With each displaying stellar starters -- from two-time defending NL Cy Young Award winner Tim Lincecum of the the Giants to 2010 NL Cy Young Award front-runner Roy Halladay -- these teams boasted two of the best pitching staffs in baseball this season, staffs that dominated their respective NL Division Series matchups.
But, then, to call this purely a pitching series would sell the Phillies' powerful offense short. With stars like Chase Utley and Ryan Howard in the lineup, the Phillies are as dangerous an offense as there is in the Senior Circuit, even if they didn't always show it in their NLDS sweep of the Reds. When healthy and rolling, the Phillies might be the best offensive team in the NL.
To which the Giants retort: Hey, how about our great pitching?
If this series were merely about swinging the bats, it might be a lopsided affair. The Giants have struggled to produce runs all year, and the Phillies ranked second in the NL in runs scored despite being without Utley and Jimmy Rollins for a good chunk of the season.
To be fair, the Giants' offense made up for some of their shortcomings with thrilling comebacks, clutch homers and gutsy performances like the one they displayed Monday night in rallying to beat the Braves in Game 4 to clinch the NLDS.
Even the Giants' hitters have to tip their caps to their own pitchers, knowing full well the Phillies will bring quite the mound presence themselves.
"It's going to be just like this series, I would imagine," said Giants Game 4 hero Cody Ross, who spent several years battling the Phillies in the NL East as a member of the Marlins. "Our pitching, I can't say enough about them. To only score a handful of runs and end up winning the series in four games, it just goes to show how good they are. Without them, we obviously wouldn't be where we are."
If pitching wins games, especially in the postseason, this matchup begins as a draw. The two teams split the season series evenly at 3-3, each winning two of three in its own home park, which bodes well for a tight series.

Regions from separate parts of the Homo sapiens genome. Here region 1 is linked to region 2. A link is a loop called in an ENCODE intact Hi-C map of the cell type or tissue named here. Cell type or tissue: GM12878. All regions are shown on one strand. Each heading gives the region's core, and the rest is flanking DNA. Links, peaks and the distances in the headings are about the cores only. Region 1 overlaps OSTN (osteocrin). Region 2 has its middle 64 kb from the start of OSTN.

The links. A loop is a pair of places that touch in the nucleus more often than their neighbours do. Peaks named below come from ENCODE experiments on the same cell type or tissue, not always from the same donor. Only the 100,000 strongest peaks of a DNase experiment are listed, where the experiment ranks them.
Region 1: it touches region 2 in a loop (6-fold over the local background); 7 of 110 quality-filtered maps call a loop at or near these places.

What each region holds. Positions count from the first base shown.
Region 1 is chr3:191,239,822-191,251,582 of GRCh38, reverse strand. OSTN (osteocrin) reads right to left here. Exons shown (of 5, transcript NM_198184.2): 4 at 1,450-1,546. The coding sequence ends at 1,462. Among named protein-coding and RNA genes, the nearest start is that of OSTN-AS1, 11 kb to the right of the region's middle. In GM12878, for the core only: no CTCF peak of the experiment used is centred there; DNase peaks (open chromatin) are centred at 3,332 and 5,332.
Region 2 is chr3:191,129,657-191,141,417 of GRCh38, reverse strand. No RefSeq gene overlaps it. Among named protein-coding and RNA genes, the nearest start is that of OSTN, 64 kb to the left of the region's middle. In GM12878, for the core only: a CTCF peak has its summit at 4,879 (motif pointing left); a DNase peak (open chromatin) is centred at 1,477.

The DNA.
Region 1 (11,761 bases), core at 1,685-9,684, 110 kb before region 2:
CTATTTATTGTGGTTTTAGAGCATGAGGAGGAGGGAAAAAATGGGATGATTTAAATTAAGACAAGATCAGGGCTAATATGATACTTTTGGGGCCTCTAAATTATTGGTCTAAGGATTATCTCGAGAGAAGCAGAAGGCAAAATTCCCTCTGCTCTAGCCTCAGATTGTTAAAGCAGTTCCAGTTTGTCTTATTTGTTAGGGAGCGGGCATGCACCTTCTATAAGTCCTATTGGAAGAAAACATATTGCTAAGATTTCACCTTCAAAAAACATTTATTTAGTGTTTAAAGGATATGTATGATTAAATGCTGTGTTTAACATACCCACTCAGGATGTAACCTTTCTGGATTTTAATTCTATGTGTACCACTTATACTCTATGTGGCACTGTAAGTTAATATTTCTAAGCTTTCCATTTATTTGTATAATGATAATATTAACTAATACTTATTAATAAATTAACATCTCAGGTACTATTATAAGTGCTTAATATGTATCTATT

The pitching battle portends the same, especially considering the level of starting pitching.
But it didn't stop there, as Game 2 starters Roy Oswalt of the Phillies and Matt Cain of the Giants continued the mound dominance, and Game 3 starters Cole Hamels and Jonathan Sanchez delivered brilliance from the left side.
"Lincecum-Halladay, Cain-Oswalt, Sanchez-Hamels, I don't see how you could have three better matchups than that," said veteran Aubrey Huff.
Actually, the Giants got to show off one more excellent starter in lefty Madison Bumgarner, who pitched six strong innings vs. Atlanta in the clincher.
And then there's this: For all the issues the Giants had at times putting together runs, they managed to hang losses on all three of the Phillies' aces -- beating Halladay in April, Oswalt in May when he was with the Astros, and Hamels in their one win at Philadelphia in August.
The real X-factor in the series might actually be that Phillies offense, which when running on all cylinders is a challenge for any pitching staff. Howard wasn't particularly strong down the stretch, although he did post his fifth 30-homer, 100-RBI season. And in the NLDS, they were helped by Reds errors about as much as they helped themselves.
"Do I want us to score more runs? Of course," Phillies manager Charlie Manuel after the Reds series. "And we're definitely very capable of it. I look at it this way, I'm always positive. When we start, somebody is in trouble. That's how I look at it. We're going to start sooner or later and when we start getting 'em, we'll take care of things."
That could be tough to do against San Francisco. Although the Giants didn't face the most potent offenses in September, they posted a 1.78 ERA that month to lead the way to the NL West title, delivering six shutouts during the month.
None of the teams they faced were as dangerous as Philadelphia, but then the Phillies haven't been up against a staff like the Giants for a potential seven-game series, either.
All of which makes for another intriguing chapter in the final month of the Year of the Pitcher.
John Schlegel is a reporter for MLB.com. This story was not subject to the approval of Major League Baseball or its clubs.